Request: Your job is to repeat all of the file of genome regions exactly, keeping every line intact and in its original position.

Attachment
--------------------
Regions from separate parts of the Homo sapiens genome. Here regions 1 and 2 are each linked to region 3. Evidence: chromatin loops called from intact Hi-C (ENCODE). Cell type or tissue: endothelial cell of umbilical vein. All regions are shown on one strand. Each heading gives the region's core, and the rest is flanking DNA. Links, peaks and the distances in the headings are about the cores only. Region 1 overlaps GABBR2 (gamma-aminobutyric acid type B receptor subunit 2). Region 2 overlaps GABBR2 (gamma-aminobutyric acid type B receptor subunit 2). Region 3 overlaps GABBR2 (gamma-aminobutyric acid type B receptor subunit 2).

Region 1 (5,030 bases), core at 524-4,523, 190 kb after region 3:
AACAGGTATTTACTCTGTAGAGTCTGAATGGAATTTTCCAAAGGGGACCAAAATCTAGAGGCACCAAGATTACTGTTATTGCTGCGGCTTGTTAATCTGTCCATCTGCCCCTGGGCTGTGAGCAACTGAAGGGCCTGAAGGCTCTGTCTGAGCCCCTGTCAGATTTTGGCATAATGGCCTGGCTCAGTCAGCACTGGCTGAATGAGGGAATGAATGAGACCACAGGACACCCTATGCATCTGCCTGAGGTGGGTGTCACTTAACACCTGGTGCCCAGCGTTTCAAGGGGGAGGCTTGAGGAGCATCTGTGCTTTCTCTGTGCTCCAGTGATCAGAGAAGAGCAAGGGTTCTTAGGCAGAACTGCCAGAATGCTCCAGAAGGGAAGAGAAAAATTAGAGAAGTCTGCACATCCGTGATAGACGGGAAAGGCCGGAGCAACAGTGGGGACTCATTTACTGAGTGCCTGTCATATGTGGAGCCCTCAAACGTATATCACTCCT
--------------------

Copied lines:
Regions from separate parts of the Homo sapiens genome. Here regions 1 and 2 are each linked to region 3. Evidence: chromatin loops called from intact Hi-C (ENCODE). Cell type or tissue: endothelial cell of umbilical vein. All regions are shown on one strand. Each heading gives the region's core, and the rest is flanking DNA. Links, peaks and the distances in the headings are about the cores only. Region 1 overlaps GABBR2 (gamma-aminobutyric acid type B receptor subunit 2). Region 2 overlaps GABBR2 (gamma-aminobutyric acid type B receptor subunit 2). Region 3 overlaps GABBR2 (gamma-aminobutyric acid type B receptor subunit 2).

Region 1 (5,030 bases), core at 524-4,523, 190 kb after region 3:
AACAGGTATTTACTCTGTAGAGTCTGAATGGAATTTTCCAAAGGGGACCAAAATCTAGAGGCACCAAGATTACTGTTATTGCTGCGGCTTGTTAATCTGTCCATCTGCCCCTGGGCTGTGAGCAACTGAAGGGCCTGAAGGCTCTGTCTGAGCCCCTGTCAGATTTTGGCATAATGGCCTGGCTCAGTCAGCACTGGCTGAATGAGGGAATGAATGAGACCACAGGACACCCTATGCATCTGCCTGAGGTGGGTGTCACTTAACACCTGGTGCCCAGCGTTTCAAGGGGGAGGCTTGAGGAGCATCTGTGCTTTCTCTGTGCTCCAGTGATCAGAGAAGAGCAAGGGTTCTTAGGCAGAACTGCCAGAATGCTCCAGAAGGGAAGAGAAAAATTAGAGAAGTCTGCACATCCGTGATAGACGGGAAAGGCCGGAGCAACAGTGGGGACTCATTTACTGAGTGCCTGTCATATGTGGAGCCCTCAAACGTATATCACTCCT